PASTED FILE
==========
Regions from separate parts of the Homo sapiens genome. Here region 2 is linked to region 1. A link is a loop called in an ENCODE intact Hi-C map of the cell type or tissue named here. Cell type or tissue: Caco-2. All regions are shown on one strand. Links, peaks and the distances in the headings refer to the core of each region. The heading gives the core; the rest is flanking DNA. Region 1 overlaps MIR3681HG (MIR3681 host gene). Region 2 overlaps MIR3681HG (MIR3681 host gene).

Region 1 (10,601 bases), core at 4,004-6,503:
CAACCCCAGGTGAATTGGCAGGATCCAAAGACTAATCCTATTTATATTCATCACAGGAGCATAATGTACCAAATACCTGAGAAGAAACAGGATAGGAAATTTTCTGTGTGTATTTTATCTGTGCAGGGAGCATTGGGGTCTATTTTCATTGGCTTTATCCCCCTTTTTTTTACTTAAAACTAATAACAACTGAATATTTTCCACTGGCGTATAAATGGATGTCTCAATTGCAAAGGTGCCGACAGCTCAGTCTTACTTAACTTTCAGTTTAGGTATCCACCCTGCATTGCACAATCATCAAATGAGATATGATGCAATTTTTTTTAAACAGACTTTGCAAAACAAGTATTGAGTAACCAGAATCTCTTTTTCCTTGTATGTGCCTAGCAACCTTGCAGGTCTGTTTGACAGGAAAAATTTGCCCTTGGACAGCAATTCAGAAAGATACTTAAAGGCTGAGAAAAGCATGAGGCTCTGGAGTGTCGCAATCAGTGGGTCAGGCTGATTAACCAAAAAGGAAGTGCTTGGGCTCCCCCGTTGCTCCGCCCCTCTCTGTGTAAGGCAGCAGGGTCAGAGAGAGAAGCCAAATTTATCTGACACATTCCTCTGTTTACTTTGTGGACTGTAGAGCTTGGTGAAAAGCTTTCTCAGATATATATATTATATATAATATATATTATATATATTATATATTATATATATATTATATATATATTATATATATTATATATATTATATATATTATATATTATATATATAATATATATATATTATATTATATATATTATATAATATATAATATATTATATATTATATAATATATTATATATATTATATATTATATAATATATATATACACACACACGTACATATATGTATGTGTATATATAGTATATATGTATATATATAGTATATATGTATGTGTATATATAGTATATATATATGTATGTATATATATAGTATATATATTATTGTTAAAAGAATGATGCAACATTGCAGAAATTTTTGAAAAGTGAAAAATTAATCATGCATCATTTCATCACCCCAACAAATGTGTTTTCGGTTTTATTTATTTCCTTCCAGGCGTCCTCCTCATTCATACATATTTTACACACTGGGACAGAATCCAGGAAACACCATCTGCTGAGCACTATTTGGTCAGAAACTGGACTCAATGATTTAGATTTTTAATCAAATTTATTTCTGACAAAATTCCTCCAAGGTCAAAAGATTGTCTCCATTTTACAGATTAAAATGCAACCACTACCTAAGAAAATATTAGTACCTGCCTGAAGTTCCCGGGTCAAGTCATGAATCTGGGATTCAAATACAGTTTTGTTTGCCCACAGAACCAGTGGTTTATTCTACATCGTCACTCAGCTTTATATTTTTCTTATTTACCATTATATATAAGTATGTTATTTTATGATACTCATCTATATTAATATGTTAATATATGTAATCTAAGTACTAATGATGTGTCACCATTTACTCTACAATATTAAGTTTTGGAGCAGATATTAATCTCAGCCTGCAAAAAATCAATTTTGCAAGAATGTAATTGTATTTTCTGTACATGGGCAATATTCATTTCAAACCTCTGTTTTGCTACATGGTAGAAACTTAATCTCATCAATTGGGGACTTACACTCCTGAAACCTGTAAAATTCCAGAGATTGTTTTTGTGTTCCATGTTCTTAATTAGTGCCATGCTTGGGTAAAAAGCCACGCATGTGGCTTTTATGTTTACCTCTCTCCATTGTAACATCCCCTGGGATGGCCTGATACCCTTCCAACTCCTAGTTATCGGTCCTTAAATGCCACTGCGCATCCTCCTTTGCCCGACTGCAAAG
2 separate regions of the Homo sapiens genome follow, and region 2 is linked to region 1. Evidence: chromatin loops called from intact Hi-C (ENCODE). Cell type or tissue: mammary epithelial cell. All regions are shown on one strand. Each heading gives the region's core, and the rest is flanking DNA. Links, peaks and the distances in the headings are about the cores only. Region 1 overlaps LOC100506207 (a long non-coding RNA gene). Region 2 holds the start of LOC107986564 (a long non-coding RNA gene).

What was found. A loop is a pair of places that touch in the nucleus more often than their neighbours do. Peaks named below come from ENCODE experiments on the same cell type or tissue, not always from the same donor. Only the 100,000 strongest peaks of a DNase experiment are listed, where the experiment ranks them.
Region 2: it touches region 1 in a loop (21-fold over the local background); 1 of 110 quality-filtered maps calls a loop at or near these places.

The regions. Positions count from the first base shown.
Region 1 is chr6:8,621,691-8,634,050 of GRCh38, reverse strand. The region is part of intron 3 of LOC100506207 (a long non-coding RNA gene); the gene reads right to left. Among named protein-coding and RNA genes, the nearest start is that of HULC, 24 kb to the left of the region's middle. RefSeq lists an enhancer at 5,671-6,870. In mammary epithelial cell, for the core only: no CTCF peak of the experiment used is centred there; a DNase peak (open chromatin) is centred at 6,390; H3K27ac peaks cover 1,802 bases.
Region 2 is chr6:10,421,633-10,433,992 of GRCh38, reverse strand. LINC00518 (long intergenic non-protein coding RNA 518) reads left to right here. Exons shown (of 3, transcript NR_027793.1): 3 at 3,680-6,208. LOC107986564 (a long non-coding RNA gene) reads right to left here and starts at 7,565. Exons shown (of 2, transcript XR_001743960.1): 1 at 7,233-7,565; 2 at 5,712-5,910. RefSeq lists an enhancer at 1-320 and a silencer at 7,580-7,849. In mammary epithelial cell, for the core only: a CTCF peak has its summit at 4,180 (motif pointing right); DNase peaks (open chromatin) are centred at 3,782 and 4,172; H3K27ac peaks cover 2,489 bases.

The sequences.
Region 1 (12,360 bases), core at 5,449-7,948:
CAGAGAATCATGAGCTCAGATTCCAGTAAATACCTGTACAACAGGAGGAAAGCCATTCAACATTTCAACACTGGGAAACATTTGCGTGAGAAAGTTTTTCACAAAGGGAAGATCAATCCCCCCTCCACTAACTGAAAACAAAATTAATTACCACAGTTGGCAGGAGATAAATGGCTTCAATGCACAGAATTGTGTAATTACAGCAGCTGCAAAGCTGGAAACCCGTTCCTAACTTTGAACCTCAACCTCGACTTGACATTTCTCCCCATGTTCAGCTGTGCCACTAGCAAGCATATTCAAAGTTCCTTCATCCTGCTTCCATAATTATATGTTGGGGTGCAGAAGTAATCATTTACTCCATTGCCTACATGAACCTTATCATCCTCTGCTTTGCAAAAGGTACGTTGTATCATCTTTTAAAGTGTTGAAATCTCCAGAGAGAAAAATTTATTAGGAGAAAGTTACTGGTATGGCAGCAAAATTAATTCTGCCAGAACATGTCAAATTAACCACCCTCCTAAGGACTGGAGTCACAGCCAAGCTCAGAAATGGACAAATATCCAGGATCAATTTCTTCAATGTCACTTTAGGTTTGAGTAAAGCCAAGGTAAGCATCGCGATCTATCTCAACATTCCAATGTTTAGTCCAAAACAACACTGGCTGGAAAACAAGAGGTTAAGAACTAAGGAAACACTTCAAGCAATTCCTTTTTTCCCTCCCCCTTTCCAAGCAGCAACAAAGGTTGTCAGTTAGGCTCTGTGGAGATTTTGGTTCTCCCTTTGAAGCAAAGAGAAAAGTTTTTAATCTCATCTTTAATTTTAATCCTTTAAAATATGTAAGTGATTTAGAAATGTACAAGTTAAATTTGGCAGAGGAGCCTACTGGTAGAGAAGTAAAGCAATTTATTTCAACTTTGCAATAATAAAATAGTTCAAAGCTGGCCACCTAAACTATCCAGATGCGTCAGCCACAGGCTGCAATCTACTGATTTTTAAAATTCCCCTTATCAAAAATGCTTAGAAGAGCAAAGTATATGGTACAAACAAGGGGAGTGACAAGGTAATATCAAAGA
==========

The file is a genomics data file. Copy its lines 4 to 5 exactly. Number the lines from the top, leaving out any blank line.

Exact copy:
2 separate regions of the Homo sapiens genome follow, and region 2 is linked to region 1. Evidence: chromatin loops called from intact Hi-C (ENCODE). Cell type or tissue: mammary epithelial cell. All regions are shown on one strand. Each heading gives the region's core, and the rest is flanking DNA. Links, peaks and the distances in the headings are about the cores only. Region 1 overlaps LOC100506207 (a long non-coding RNA gene). Region 2 holds the start of LOC107986564 (a long non-coding RNA gene).

What was found. A loop is a pair of places that touch in the nucleus more often than their neighbours do. Peaks named below come from ENCODE experiments on the same cell type or tissue, not always from the same donor. Only the 100,000 strongest peaks of a DNase experiment are listed, where the experiment ranks them.